How it Plays
Tell your child that the two of you are going on a collecting walk, and that you'll be bringing home all the special things you find to use in an art project. Give your child a basket small enough to carry himself, and bring along a second one for yourself. (He won't want you putting your stuff in his basket; that would mean they weren't his special things.) As you walk, remind your child how Little Red Riding Hood always carried a basket of goodies to Grandma's house; you can even skip along together. Collect the prettiest fall leaves you can find, choosing a variety of shapes and textures. You can also gather pine needles and sprays of small berries, as long as they're not too squishy.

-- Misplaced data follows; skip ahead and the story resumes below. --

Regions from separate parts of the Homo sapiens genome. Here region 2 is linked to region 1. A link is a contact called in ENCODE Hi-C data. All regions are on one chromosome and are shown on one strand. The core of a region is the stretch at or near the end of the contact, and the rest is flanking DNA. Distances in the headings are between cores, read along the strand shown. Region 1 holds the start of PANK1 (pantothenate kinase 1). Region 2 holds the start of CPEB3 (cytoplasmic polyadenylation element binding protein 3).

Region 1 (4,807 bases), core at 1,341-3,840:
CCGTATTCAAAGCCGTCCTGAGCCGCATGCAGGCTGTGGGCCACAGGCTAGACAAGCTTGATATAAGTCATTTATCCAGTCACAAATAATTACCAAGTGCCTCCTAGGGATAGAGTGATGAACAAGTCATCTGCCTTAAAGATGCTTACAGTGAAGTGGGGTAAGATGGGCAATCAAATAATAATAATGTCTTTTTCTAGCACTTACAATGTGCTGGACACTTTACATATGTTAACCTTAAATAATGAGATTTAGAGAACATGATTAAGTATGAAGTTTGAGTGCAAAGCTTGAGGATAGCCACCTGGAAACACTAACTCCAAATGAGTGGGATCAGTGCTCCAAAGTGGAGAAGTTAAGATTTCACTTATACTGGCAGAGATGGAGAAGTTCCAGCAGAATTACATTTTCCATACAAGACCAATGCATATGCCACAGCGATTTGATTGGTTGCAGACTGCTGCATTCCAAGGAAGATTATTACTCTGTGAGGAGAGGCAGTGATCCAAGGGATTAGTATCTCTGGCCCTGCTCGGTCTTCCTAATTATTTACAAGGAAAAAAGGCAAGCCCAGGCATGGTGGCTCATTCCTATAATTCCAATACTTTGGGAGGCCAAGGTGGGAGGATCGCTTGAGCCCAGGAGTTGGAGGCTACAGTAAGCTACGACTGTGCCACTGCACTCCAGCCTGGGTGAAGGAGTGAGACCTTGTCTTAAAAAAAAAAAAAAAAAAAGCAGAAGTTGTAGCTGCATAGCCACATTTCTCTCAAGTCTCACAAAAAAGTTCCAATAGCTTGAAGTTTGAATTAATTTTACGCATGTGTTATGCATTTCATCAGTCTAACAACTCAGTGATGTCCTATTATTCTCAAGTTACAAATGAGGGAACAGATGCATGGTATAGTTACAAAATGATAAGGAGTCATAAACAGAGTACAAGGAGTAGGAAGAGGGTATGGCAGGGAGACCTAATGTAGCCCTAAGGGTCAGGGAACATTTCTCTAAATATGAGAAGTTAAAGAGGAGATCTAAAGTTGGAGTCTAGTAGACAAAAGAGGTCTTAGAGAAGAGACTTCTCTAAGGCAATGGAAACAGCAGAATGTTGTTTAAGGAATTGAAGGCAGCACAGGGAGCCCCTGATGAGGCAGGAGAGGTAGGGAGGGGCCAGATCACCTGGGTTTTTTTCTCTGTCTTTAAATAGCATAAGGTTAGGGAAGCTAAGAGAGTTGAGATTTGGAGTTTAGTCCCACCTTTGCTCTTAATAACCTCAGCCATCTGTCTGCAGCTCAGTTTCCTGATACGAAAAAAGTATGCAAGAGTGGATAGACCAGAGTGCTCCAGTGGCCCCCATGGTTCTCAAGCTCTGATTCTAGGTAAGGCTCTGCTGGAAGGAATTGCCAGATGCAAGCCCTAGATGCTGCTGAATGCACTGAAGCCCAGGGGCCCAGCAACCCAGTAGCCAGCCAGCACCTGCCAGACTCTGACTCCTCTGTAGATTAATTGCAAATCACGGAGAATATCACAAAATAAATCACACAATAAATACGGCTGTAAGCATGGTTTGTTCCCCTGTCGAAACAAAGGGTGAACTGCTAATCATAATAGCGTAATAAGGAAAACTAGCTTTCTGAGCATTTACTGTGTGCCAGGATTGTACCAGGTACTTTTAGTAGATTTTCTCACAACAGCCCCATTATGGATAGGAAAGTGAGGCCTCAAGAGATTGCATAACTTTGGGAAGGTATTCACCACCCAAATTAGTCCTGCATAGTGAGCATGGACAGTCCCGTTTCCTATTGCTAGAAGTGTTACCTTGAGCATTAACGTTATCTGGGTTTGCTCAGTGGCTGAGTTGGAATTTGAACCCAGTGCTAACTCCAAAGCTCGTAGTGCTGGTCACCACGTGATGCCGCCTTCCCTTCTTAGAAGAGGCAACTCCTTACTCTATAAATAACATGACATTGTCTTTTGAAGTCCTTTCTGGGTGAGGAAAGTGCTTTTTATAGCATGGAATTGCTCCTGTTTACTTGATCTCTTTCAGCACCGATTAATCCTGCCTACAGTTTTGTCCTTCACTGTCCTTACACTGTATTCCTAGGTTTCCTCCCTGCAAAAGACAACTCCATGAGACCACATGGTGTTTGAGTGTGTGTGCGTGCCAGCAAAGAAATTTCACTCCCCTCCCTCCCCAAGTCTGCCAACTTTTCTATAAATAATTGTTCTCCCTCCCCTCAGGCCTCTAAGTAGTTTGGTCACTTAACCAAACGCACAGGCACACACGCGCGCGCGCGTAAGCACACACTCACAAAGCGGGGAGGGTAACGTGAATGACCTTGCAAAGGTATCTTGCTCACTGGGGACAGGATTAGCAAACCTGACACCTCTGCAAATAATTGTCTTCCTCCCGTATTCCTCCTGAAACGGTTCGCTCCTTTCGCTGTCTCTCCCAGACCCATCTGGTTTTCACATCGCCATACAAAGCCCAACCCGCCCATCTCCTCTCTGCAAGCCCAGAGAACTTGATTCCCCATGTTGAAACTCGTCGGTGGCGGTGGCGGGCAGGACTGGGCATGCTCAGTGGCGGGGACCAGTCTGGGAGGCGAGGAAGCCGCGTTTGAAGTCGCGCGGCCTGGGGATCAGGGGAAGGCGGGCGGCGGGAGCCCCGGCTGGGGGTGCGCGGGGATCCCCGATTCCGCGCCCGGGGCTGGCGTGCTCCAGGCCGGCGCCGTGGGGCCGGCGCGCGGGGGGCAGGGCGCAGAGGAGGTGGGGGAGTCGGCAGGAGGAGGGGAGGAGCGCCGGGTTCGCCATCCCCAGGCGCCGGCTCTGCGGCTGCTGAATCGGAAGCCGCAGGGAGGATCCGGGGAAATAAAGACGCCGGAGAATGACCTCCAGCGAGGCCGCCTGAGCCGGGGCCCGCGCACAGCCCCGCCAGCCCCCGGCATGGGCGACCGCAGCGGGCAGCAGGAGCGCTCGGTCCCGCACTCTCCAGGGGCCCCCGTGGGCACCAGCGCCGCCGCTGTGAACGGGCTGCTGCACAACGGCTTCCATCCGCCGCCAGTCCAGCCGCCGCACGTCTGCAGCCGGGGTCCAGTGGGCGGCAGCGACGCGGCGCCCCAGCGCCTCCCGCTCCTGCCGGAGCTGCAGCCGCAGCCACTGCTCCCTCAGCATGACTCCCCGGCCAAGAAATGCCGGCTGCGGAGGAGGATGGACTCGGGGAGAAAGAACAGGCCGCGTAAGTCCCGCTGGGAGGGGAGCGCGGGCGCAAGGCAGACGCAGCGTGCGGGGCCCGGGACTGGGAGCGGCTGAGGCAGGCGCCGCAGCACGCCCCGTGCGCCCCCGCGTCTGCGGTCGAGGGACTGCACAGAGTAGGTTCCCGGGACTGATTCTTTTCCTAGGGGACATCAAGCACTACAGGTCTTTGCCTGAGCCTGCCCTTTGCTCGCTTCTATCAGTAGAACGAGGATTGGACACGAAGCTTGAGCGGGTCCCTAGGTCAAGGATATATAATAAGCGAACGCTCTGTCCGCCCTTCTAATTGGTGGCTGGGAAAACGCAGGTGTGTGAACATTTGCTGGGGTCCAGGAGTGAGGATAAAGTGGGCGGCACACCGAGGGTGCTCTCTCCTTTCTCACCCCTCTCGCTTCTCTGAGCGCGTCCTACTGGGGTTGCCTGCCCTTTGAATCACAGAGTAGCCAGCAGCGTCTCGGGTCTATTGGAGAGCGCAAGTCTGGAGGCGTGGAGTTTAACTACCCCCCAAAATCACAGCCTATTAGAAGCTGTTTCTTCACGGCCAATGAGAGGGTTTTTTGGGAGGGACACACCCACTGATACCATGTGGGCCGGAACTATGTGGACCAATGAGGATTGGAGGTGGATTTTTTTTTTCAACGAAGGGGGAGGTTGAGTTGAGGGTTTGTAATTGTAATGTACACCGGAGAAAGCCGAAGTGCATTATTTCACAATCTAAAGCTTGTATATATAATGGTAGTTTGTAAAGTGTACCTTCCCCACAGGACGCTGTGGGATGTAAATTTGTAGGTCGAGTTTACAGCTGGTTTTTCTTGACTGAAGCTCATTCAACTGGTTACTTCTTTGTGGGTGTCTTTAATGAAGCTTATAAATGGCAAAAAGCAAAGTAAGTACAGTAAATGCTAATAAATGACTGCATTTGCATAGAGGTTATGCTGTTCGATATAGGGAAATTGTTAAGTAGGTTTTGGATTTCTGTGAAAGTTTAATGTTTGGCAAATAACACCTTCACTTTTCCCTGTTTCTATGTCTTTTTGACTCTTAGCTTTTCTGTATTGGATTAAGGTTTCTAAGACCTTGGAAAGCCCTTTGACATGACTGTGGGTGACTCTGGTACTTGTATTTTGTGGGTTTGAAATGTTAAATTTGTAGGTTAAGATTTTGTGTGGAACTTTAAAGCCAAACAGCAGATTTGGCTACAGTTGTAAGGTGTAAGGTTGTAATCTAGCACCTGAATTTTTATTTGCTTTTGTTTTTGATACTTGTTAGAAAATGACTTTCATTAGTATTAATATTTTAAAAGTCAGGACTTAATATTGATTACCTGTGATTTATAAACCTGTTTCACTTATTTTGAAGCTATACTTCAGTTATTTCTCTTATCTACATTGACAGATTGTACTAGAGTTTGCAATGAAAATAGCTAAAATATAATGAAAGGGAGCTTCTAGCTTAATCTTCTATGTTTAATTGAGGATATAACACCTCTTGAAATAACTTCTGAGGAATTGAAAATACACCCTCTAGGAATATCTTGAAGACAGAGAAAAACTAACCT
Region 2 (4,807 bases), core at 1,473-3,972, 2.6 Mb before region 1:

When you get home, place a leaf on a sheet of white drawing paper, then fold the paper over it so the leaf is between two layers of paper. Show your child how to rub the top sheet of paper gently with a crayon so the imprint of the leaf begins to show through. You can make the rubbings into greeting cards or frame them for your walls.
What You'll Need
Selection of spices and foods. Possibilities include:
Learning and Growing
Since your child collects his own leaves for this project, he gets a sense of planning and carrying out an activity from start to finish. And of course crayon rubbing develops his fine-motor coordination. But what your child will love most about this activity is way the leaf images appear, as if by magic.